Healthcare for all by 2020: China looks to healthcare companies for a healthier nation

The Chinese authorities want to loosen the rules on the testing of foreign pharmaceuticals so they can be given to Chinese patients faster. This is part of an ambitious plan to expand and improve healthcare services.  

Editorial

China aims to make basic healthcare services accessible to every citizen by 2020 as part of its Healthy China initiative. This could prove big news for foreign drug manufacturers.

The “Healthy China 2030” plan to establish a basic medical care system covering both rural and urban residents was launched in October last year. This marks remarkable progress in Chinese healthcare system reform.

Drug manufacturers are currently required to conduct local clinical tests, even for drugs that were approved overseas. This means it can take five years for the foreign pharmaceutical companies to launch a new drug into the Chinese market, despite it being the second-largest in the world. This compares to about 16 months in the United States.

Testing procedures for foreign drugs will be simplified

The China Food and Drug Administration (CFDA) had proposed eliminating these local trial requirements. This will align standards between international labs and Chinese regulators. The CFDA’s draft rules for imported drugs registration are currently open for comments from the public.

Imported drugs would be allowed to apply directly for market authorisation once they completed international multi-centre clinical trials, the document said. Further, foreign manufacturers would not have to undertake country-specific clinical trials in China. Instead, China would just need to be one of the countries in which patient trials are conducted. This will save foreign companies years in time and millions in development costs.

“Multinational drug companies will now have more motivation to carry out clinical trials in China, where there are plenty of eligible people for testing and costs are lower,” said Zhao Bing, director and health care industry analyst at UBS Securities. “But at the end of the day, each company has to balance the upfront cost of new drug discoveries and development against potential sales income.”

This was because although the Chinese market was huge it may take some time for doctors and patients to use new formulations, he explained.

The changes would make drugs cheaper, cutting the amount of money hospitals make

Overall, this is good news for Chinese patients. People will be able to access innovative drugs much earlier because pharmaceutical firms will be able to get them onto the market quicker. Access to the huge Asian market should increase the company’s sales volumes, and this should make the drugs cheaper to buy.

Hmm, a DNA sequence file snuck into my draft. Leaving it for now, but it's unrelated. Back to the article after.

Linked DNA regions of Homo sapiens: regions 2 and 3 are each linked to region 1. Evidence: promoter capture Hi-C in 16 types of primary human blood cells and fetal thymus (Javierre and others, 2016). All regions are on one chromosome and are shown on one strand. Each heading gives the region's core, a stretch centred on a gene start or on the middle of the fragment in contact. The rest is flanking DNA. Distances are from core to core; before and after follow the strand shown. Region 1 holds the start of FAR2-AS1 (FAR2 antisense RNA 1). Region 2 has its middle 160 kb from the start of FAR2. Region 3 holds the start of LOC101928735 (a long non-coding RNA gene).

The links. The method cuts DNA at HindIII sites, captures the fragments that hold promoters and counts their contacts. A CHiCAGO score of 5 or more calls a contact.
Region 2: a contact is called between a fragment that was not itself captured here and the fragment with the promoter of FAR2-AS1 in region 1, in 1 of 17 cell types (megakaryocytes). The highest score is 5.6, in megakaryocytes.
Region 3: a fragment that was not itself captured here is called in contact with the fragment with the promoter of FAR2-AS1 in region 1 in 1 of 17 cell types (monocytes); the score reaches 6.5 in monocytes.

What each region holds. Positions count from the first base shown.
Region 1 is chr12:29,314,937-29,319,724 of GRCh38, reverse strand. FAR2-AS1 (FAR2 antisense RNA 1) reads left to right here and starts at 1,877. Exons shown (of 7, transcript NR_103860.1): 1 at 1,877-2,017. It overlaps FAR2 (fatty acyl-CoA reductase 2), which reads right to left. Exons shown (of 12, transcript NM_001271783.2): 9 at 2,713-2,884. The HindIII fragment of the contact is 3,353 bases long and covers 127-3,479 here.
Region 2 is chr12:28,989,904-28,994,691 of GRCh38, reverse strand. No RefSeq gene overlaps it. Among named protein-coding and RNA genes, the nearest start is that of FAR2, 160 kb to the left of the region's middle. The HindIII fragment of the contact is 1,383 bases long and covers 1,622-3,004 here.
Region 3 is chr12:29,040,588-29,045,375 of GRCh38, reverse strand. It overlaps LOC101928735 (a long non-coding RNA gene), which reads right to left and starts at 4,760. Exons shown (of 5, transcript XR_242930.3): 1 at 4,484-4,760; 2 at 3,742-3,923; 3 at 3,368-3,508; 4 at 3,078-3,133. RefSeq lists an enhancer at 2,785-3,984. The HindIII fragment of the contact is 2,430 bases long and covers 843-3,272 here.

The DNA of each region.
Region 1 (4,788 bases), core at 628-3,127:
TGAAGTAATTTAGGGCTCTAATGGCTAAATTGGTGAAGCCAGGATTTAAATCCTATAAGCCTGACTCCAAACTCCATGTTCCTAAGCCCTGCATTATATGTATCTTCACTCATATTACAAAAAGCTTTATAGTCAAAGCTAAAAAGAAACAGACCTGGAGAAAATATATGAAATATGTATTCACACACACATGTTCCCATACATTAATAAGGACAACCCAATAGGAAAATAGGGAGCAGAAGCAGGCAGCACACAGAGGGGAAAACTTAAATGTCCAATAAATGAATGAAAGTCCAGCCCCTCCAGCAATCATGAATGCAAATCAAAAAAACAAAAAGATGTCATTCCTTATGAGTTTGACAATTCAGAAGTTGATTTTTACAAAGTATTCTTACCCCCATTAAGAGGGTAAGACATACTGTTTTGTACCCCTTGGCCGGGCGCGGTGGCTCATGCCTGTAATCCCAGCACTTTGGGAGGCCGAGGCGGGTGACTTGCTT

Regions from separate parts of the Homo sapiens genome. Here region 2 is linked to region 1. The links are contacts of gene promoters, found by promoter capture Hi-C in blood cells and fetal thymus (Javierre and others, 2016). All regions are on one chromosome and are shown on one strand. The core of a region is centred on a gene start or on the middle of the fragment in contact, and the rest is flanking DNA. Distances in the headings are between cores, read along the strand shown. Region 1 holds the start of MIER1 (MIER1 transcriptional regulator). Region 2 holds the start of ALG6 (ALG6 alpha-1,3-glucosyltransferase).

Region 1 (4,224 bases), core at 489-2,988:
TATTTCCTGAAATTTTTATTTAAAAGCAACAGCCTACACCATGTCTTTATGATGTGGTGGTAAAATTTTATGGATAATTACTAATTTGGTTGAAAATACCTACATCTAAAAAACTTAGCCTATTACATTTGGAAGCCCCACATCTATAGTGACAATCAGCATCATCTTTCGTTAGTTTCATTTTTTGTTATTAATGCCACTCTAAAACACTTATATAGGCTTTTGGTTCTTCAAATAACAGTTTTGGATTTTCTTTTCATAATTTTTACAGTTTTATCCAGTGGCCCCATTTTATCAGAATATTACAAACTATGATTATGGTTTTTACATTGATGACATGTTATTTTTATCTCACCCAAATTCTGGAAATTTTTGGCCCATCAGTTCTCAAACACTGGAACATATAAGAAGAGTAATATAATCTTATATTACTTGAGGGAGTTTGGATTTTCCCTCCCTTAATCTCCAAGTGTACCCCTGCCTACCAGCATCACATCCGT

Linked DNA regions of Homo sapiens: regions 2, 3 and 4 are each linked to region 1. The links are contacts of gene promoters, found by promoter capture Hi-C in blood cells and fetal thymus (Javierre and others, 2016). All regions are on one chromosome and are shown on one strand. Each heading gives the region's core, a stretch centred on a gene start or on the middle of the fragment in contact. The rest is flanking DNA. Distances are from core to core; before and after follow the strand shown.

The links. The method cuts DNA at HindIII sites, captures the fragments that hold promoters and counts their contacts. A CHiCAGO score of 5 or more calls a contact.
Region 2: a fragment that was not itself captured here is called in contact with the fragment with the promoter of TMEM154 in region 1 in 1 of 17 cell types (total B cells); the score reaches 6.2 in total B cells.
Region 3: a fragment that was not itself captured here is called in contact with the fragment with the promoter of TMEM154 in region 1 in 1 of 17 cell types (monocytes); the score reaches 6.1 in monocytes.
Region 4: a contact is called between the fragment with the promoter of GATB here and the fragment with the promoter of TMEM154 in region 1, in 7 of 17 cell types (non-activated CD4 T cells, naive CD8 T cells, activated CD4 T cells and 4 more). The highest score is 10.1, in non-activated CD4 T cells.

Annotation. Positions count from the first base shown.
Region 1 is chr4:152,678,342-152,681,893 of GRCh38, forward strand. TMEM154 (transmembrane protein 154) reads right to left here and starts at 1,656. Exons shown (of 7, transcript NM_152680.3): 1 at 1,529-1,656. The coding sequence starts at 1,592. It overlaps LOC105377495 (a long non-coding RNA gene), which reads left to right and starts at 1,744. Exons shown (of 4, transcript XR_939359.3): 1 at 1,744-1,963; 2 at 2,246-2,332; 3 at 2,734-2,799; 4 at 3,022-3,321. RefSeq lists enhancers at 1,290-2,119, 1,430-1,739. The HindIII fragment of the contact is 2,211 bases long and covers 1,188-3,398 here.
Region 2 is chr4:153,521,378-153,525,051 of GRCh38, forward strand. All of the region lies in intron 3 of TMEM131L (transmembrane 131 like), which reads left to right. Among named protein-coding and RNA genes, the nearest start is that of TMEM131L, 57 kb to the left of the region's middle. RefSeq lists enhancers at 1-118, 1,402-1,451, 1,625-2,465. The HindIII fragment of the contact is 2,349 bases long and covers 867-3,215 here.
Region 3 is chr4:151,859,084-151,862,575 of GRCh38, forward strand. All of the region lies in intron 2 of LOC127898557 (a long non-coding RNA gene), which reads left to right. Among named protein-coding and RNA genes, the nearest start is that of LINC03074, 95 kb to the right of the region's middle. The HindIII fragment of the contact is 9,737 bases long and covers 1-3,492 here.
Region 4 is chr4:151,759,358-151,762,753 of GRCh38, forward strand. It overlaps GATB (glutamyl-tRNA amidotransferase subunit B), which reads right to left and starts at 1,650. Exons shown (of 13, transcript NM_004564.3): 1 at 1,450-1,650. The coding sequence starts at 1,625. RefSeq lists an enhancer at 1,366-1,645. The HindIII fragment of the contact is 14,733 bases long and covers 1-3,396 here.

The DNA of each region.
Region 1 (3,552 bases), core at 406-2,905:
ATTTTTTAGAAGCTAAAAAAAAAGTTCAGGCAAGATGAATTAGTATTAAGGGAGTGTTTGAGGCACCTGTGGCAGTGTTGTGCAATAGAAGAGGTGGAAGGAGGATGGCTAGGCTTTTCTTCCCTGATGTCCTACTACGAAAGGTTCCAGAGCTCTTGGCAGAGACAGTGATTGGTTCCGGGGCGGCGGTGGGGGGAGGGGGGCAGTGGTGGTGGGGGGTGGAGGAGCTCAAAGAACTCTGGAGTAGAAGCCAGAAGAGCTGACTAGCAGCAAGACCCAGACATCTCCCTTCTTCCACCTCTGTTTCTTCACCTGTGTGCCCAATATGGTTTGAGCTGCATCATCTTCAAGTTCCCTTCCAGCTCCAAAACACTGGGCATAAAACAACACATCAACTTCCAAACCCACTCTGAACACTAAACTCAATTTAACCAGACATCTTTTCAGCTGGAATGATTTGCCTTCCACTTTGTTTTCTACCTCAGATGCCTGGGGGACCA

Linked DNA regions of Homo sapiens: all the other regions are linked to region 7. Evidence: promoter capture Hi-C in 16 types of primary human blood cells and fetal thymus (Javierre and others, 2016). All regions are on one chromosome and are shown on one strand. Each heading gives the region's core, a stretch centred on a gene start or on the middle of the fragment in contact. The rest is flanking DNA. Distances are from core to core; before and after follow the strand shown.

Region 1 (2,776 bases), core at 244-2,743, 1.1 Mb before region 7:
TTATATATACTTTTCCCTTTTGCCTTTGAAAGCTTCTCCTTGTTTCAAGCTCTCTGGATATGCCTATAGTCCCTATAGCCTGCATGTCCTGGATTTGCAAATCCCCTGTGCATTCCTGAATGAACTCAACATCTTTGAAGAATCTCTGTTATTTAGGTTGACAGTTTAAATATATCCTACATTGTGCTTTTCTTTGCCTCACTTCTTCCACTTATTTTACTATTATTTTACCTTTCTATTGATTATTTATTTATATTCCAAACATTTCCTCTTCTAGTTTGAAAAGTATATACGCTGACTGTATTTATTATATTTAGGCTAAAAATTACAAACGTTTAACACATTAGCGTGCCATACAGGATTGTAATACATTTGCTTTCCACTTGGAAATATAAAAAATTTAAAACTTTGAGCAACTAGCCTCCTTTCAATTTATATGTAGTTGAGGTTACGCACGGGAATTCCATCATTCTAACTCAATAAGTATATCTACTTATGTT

Wang He Sheng, the deputy director of the National Health and Family Planning Commission has publicly outlined the new plans. One of the major changes is the full implementation of the zero mark-up policy.

This will prevent public hospitals from putting an additional 15% margin onto drug sales. The ban was successfully piloted in 2011 at grassroots healthcare facilities, before being expanded to county level hospitals in 2015. Last year a trial was run in 200 hospitals.

The National Bureau of Statistics said China’s total healthcare spending exceeded 4 trillion yuan in 2015. This figure will reach between US$155 billion and US$185 billion a year by 2018, say estimates. Wang estimated that scrapping the extra costs on drugs would bring down expenses.

Bills would fall but the money would still need to be found

“This year, it is expected to reduce medical bills for Chinese people by US$8.7 billion to US$10 billion,” he said. “But it is very difficult as it involves medical treatment, medical insurance and medicine. It is a reform from the very deep in the system,” Wang added.

George Baeder, an independent drug industry adviser, noted this policy may still prove ineffective as it is not clear how it will be paid for. “The logical answer is that it has to come from local revenue — most likely property taxes,” he said.

Without a clear idea of where the money to fund the programme was coming from policymakers were, “squeezing the balloon in one place only to have it pop up and explode in another.” Hospitals may respond to the cuts by increasing fees for users, he said. Local governments were unlikely to have the funds to fill the payment gap.

Cover for people with critical illnesses will be increased

Insurance cover for people with critical illnesses is also being expanded. Critical illness coverage was first introduced in 2012 and is now fully implemented, with a national average reimbursement rate of 70%. In 2016, it covered one billion people.

“This year, we need to expand our work in critical illness insurance, especially in poverty-stricken areas,” explained Li Bin, director of the National Health and Family Planning Commission.

Patients whose treatment cannot be completely dealt with under basic medical insurance, such as those suffering from cancer or other chronic conditions, will be able to get innovative drugs. These will mostly be manufactured by multinational pharmaceutical companies.

Future challenges mean reform is vital

China’s healthcare system has already undergone one great revolution. At the start of the 21st century, less than 1/3 of the population had access to healthcare insurance. Today that figure is close to 100%. This is impressive but necessary progress.

Infectious diseases pose a serious challenge for authorities to manage and have replaced non-communicable diseases as China’s biggest health concern. Meanwhile, the country’s ageing population is growing and so are their needs. Easy access to new drugs will go part of the way to fixing China’s healthcare gaps, but there is no easy cure.